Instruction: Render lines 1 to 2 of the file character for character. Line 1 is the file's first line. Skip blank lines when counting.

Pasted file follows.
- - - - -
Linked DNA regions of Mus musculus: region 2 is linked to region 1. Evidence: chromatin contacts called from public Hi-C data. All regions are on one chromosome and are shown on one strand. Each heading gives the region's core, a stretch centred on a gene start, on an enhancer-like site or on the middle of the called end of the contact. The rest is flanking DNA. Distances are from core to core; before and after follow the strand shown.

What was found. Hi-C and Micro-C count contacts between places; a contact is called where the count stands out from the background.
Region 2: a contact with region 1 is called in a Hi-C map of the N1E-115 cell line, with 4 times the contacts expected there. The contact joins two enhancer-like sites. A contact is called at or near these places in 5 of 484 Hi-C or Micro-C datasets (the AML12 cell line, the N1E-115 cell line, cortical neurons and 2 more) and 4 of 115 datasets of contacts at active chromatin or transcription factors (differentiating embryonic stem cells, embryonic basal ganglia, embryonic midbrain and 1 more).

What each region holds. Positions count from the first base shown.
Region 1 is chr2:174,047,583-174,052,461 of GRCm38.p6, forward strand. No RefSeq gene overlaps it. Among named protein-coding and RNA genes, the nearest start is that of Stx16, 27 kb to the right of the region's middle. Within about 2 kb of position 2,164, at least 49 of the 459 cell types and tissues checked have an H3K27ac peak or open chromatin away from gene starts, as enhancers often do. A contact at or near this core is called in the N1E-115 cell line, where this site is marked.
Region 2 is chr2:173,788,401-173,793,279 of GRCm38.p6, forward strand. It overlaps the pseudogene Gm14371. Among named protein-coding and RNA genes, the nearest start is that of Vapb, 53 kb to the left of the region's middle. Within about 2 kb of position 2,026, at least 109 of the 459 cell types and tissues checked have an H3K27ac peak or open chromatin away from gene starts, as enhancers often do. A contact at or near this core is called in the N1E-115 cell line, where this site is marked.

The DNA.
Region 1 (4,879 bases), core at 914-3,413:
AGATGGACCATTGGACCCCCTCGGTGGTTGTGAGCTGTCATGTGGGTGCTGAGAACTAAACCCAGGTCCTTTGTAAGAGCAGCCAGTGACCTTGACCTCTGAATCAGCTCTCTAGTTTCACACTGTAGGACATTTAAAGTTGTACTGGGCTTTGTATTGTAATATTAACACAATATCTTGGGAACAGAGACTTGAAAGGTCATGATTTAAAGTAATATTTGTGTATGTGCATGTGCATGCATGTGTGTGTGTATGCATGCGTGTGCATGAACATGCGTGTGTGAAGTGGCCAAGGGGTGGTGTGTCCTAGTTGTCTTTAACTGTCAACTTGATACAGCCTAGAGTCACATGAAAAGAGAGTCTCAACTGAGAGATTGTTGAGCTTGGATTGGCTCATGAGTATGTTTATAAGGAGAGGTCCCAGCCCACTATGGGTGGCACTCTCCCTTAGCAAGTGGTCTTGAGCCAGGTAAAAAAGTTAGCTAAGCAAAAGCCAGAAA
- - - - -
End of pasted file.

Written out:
Linked DNA regions of Mus musculus: region 2 is linked to region 1. Evidence: chromatin contacts called from public Hi-C data. All regions are on one chromosome and are shown on one strand. Each heading gives the region's core, a stretch centred on a gene start, on an enhancer-like site or on the middle of the called end of the contact. The rest is flanking DNA. Distances are from core to core; before and after follow the strand shown.

What was found. Hi-C and Micro-C count contacts between places; a contact is called where the count stands out from the background.